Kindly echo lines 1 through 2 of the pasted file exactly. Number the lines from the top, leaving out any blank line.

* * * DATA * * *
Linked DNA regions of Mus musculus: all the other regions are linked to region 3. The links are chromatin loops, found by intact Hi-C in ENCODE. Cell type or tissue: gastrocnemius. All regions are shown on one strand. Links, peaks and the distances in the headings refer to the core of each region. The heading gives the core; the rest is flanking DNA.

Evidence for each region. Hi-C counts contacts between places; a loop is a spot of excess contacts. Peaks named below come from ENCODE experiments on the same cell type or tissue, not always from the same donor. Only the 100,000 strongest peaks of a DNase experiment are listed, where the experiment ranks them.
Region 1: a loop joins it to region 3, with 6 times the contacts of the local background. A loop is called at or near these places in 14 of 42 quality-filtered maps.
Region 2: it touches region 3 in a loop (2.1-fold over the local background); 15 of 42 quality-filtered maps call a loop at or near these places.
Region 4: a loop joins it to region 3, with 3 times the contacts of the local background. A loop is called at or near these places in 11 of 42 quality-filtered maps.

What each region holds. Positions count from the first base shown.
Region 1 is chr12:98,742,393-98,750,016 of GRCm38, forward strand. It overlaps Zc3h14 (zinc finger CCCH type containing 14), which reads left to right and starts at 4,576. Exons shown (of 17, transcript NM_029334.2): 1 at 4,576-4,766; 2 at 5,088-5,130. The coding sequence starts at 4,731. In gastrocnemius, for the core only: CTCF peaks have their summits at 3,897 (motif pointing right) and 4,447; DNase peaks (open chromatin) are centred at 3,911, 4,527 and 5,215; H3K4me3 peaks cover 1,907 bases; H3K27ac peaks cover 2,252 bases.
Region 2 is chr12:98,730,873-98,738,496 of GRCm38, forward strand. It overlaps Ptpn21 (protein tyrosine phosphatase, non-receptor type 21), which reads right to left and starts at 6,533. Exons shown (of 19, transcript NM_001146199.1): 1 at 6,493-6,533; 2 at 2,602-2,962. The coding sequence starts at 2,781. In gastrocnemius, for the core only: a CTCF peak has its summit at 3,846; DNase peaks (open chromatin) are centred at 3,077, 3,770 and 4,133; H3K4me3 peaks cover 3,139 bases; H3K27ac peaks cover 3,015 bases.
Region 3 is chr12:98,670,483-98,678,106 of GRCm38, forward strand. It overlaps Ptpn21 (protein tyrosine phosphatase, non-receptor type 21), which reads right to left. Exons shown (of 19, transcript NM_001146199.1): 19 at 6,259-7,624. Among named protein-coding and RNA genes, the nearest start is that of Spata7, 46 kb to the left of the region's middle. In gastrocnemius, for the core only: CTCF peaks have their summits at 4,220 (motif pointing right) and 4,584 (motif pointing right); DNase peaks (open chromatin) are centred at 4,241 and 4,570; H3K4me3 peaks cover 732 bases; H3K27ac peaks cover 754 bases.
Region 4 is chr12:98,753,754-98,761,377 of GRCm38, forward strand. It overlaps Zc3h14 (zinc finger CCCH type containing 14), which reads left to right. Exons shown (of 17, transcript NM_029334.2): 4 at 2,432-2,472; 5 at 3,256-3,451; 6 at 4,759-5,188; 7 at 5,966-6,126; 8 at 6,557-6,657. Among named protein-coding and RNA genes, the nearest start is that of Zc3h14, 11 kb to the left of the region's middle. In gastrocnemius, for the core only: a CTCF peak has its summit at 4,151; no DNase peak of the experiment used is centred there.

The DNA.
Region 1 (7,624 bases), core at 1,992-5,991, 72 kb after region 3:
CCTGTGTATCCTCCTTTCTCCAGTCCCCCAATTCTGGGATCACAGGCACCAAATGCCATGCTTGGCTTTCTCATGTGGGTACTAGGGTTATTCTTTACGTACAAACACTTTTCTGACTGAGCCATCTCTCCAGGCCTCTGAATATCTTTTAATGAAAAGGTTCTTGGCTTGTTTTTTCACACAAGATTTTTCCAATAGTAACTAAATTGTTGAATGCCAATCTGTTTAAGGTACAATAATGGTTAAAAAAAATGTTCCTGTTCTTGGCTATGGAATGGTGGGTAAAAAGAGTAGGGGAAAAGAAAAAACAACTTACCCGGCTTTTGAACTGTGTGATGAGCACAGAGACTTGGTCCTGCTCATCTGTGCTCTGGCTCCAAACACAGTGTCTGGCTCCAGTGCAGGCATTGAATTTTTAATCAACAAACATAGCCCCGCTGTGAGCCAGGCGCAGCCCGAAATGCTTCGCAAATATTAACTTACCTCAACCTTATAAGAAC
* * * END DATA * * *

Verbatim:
Linked DNA regions of Mus musculus: all the other regions are linked to region 3. The links are chromatin loops, found by intact Hi-C in ENCODE. Cell type or tissue: gastrocnemius. All regions are shown on one strand. Links, peaks and the distances in the headings refer to the core of each region. The heading gives the core; the rest is flanking DNA.

Evidence for each region. Hi-C counts contacts between places; a loop is a spot of excess contacts. Peaks named below come from ENCODE experiments on the same cell type or tissue, not always from the same donor. Only the 100,000 strongest peaks of a DNase experiment are listed, where the experiment ranks them.